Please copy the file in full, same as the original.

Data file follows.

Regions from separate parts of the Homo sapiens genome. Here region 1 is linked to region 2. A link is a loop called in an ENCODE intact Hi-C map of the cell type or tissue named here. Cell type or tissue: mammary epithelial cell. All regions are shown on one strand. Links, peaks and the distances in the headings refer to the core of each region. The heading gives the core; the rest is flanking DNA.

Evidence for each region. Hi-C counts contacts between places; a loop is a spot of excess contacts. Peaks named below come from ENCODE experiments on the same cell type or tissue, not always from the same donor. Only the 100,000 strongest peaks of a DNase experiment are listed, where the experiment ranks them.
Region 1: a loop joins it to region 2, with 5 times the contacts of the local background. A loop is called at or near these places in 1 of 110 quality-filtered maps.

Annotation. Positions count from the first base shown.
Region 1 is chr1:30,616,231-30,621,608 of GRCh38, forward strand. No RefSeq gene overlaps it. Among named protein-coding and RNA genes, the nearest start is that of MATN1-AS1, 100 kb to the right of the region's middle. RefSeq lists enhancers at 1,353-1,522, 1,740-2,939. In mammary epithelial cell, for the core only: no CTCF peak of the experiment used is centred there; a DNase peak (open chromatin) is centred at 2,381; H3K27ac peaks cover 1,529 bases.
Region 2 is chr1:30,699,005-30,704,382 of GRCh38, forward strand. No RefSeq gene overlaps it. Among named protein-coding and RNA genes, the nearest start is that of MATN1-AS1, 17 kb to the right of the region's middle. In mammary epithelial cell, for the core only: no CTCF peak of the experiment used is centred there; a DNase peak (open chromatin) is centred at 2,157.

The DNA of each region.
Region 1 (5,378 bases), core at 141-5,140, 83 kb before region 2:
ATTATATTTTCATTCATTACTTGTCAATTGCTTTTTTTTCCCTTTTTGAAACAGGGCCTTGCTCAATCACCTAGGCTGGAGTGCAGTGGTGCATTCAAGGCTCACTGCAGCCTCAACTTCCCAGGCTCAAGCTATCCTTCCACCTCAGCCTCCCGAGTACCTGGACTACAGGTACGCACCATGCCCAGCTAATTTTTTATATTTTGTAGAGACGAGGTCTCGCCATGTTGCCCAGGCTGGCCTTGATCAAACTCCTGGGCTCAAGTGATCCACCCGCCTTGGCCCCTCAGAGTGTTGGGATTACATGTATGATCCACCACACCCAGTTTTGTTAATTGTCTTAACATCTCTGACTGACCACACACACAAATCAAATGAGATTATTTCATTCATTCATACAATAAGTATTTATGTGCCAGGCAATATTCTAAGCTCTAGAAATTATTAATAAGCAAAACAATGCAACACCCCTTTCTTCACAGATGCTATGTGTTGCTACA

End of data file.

Regions from separate parts of the Homo sapiens genome. Here region 1 is linked to region 2. A link is a loop called in an ENCODE intact Hi-C map of the cell type or tissue named here. Cell type or tissue: mammary epithelial cell. All regions are shown on one strand. Links, peaks and the distances in the headings refer to the core of each region. The heading gives the core; the rest is flanking DNA.

Evidence for each region. Hi-C counts contacts between places; a loop is a spot of excess contacts. Peaks named below come from ENCODE experiments on the same cell type or tissue, not always from the same donor. Only the 100,000 strongest peaks of a DNase experiment are listed, where the experiment ranks them.
Region 1: a loop joins it to region 2, with 5 times the contacts of the local background. A loop is called at or near these places in 1 of 110 quality-filtered maps.

Annotation. Positions count from the first base shown.
Region 1 is chr1:30,616,231-30,621,608 of GRCh38, forward strand. No RefSeq gene overlaps it. Among named protein-coding and RNA genes, the nearest start is that of MATN1-AS1, 100 kb to the right of the region's middle. RefSeq lists enhancers at 1,353-1,522, 1,740-2,939. In mammary epithelial cell, for the core only: no CTCF peak of the experiment used is centred there; a DNase peak (open chromatin) is centred at 2,381; H3K27ac peaks cover 1,529 bases.
Region 2 is chr1:30,699,005-30,704,382 of GRCh38, forward strand. No RefSeq gene overlaps it. Among named protein-coding and RNA genes, the nearest start is that of MATN1-AS1, 17 kb to the right of the region's middle. In mammary epithelial cell, for the core only: no CTCF peak of the experiment used is centred there; a DNase peak (open chromatin) is centred at 2,157.

The DNA of each region.
Region 1 (5,378 bases), core at 141-5,140, 83 kb before region 2:
ATTATATTTTCATTCATTACTTGTCAATTGCTTTTTTTTCCCTTTTTGAAACAGGGCCTTGCTCAATCACCTAGGCTGGAGTGCAGTGGTGCATTCAAGGCTCACTGCAGCCTCAACTTCCCAGGCTCAAGCTATCCTTCCACCTCAGCCTCCCGAGTACCTGGACTACAGGTACGCACCATGCCCAGCTAATTTTTTATATTTTGTAGAGACGAGGTCTCGCCATGTTGCCCAGGCTGGCCTTGATCAAACTCCTGGGCTCAAGTGATCCACCCGCCTTGGCCCCTCAGAGTGTTGGGATTACATGTATGATCCACCACACCCAGTTTTGTTAATTGTCTTAACATCTCTGACTGACCACACACACAAATCAAATGAGATTATTTCATTCATTCATACAATAAGTATTTATGTGCCAGGCAATATTCTAAGCTCTAGAAATTATTAATAAGCAAAACAATGCAACACCCCTTTCTTCACAGATGCTATGTGTTGCTACA